5 points
  12. Some newer voices. I've read most of these; the rest are on my to-read list. I'm sure I've missed some, but it's a start! Non-fiction: Ta Nehisi-Coates - We Were Eight Years in Power; The Beautiful Struggle; Between the World and Me Ibram X. Kendi, How to Be an Anti-Racist; Stamped from the Beginning Bryan Stevenson, Just Mercy Isabel Wilkerson, The Warmth of Other Suns: the Epic Story of America's Great Migration; Caste: the Origins of our Discontent Austin Channing Brown, I'm Still Here: Black Dignity in a World Made for Whiteness Sarah Broom, The Yellow House Michelle Alexander, The New Jim Crow Melba Patilla Beals, Warriors Don't Cry Carol Anderson: White Rage, the Unspoken Truth about Our Racial Divide; One Person, No Vote Karine Jean-Pierre, Moving On Reni Eddo-Lodge: Why I'm No Longer Talking to White People About Race Darnell Moore, No Ashes in the Fire: Coming of Age Black and Free in America Brittney Cooper, Eloquent Rage: A Black Feminist Discovers Her Superpower Patrisse Khan-Cullors: When They Call You a Terrorist: A Black Lives Matter Memoir Not quite as contemporary, but timeless: James Baldwin, The Fire Next Time and lots of other things Malcolm X: Autobiography Anne Moody: Coming of Age in Mississippi About South Africa: Trevor Noah, Born a Crime Nelson Mandela, Autobiography Fiction (not all of these are American) Tayari Jones Jesmyn Ward Bernadine Evaristo Kei Miller Lauren Wilkinson Cadwell Turnbull Jacqueline Woodson Namwali Serpell N.K. Jemisin Chimamanda Ngozi Adichie Nafissa Thompson-Spires Yaa Gyasi Iweala Uzodinma Margo Jefferson Maisy Card Brit Bennett Imbolo Mbue Ayobami Adebayo Nnedi Okorafor Esi Edugyan Not quite as contemporary, but timeless: Toni Morrison Maya Angelou Zora Neale Hurston Alice Walker James Baldwin belongs here too...
    5 points
  13. I think that's a good # for some days but not all days. But he makes so many other assumptions that could be high (# of infected in the crowd) or low (# of other people infected by each sick person there). Plus, masks, outdoors (both theoretically lowering transmission), chanting, close contact, coughing from tear gas/pepper spray (raising risk of transmission) all figure in & are dependent on location. Lots not masking in some areas but almost everyone masking in others. I continue to hope that the sun/air outdoors lowers the transmission.
    5 points
  14. I went onto the porch to water my tomatoes, and there was this whole skunk family wombling through the yard. They went through a hole in the fence. They were so cute and fluffy and the one in the back was all white. I couldn’t tell if it was albino or not but I had seen it before but so dark I couldn’t tell what species it was. The size from being a kid threw me off too. So precious! I’d leave them some cat food or something, but I worry about Obama getting sprayed. Otherwise I would kinda encourage them to stick around.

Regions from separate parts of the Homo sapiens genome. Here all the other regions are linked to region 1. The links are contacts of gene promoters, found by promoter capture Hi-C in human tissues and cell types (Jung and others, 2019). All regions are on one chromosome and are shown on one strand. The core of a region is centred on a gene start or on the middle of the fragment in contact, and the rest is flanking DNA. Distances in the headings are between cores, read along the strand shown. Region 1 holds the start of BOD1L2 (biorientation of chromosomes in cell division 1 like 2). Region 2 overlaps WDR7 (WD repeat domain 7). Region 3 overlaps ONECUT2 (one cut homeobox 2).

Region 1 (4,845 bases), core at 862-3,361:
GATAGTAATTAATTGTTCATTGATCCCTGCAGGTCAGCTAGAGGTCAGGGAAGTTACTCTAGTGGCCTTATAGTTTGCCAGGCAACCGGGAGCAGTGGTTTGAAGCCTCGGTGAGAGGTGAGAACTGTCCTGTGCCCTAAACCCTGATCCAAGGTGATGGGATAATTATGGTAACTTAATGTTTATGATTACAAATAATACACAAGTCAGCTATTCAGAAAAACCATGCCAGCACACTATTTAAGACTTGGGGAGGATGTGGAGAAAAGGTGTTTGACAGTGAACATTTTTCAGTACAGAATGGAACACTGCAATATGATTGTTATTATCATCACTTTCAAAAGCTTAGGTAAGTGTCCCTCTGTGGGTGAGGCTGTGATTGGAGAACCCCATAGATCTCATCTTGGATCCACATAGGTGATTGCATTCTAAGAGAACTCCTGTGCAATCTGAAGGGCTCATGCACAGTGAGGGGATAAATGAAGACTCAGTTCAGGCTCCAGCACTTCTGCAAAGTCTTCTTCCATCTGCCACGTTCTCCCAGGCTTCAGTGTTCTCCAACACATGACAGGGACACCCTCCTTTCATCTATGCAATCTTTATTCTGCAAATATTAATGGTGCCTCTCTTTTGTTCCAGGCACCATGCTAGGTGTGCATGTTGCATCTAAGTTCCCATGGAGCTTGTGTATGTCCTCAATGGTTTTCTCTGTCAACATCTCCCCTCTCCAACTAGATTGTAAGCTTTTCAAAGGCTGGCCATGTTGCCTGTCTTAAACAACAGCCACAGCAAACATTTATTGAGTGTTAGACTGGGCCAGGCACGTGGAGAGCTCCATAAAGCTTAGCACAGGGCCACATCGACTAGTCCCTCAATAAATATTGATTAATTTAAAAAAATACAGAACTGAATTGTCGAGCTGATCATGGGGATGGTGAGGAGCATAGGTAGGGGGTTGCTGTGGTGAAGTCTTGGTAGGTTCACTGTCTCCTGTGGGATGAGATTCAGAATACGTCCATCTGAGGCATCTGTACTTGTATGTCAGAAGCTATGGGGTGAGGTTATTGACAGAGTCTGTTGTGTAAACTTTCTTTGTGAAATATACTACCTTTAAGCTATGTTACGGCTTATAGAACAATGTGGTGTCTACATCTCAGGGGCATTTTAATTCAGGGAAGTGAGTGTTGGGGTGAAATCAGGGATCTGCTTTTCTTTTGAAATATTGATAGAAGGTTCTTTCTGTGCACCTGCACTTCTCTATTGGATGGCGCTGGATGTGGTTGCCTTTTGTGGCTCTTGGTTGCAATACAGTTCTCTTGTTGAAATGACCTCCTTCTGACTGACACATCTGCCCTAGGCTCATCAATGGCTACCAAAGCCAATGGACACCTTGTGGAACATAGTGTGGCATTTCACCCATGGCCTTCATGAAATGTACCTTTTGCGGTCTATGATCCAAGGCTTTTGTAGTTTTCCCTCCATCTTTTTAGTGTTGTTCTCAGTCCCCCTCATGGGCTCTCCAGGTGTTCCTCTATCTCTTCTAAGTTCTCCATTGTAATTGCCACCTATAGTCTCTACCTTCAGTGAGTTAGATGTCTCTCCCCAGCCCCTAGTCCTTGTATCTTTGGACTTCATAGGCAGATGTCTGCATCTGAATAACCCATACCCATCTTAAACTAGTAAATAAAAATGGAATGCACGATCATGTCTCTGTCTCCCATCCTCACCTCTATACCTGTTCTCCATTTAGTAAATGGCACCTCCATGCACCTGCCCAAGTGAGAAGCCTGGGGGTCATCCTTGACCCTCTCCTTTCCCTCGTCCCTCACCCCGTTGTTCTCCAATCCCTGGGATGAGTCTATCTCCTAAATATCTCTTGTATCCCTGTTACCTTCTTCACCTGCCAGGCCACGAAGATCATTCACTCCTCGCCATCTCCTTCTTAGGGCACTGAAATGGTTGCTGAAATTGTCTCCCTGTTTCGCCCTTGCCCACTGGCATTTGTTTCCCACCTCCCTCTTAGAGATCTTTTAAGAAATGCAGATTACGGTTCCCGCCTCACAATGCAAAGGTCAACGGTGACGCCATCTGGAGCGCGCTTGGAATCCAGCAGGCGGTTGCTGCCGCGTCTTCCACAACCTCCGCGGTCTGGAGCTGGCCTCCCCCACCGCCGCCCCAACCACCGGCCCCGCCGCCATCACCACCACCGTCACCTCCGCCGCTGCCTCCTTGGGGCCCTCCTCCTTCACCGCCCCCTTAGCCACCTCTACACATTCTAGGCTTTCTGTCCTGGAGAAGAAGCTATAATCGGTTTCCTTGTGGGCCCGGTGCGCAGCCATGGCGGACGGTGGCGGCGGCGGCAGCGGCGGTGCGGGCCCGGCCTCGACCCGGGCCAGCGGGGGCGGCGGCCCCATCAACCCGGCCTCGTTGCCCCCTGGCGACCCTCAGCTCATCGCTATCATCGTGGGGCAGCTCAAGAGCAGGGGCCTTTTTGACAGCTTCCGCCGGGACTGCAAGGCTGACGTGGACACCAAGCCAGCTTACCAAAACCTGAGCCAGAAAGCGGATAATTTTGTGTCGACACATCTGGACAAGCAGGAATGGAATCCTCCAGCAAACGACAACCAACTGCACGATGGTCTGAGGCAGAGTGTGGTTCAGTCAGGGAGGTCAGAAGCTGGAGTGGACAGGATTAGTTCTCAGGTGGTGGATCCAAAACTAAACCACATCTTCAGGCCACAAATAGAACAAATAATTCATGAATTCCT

5 points
  15. Good Morning! Happy Sunday! Some elephants thundering down the stairs woke me up. Church/iglesia online -- in 3 hours. I'm not usually up this early.
    5 points
  16. But an army of crows that recognize me and maybe could train to say, “Doom?” Wouldn’t that be cool? And could do corvid intelligence tests on?
    5 points
  17. I designed my own science curriculum for my to be 3rd grader after a lot of encouragement from @Lori D. and @lewelma several months ago. I started off thinking about what I wanted her to learn about and then came up with an order of topics that made sense to me. Then I looked around for books (regular books and textbooks) to use as spines for the different units. Some of the books I chose already had experiments that went with the topics. For the ones that didn't, I scoured experiment books for relevant ones to use. I also have an internet linked encyclopedia that has short video clips we can watch with several of the lessons too. I'm excited to start this curriculum next year!
    5 points
  18. For those who have Amazon prime, I highly recommend streaming “Just Mercy” and “Selma”. Both are streaming free right now.
    5 points
  19. I've started a thread here on the General Board for those who don't want to move to Facebook
    5 points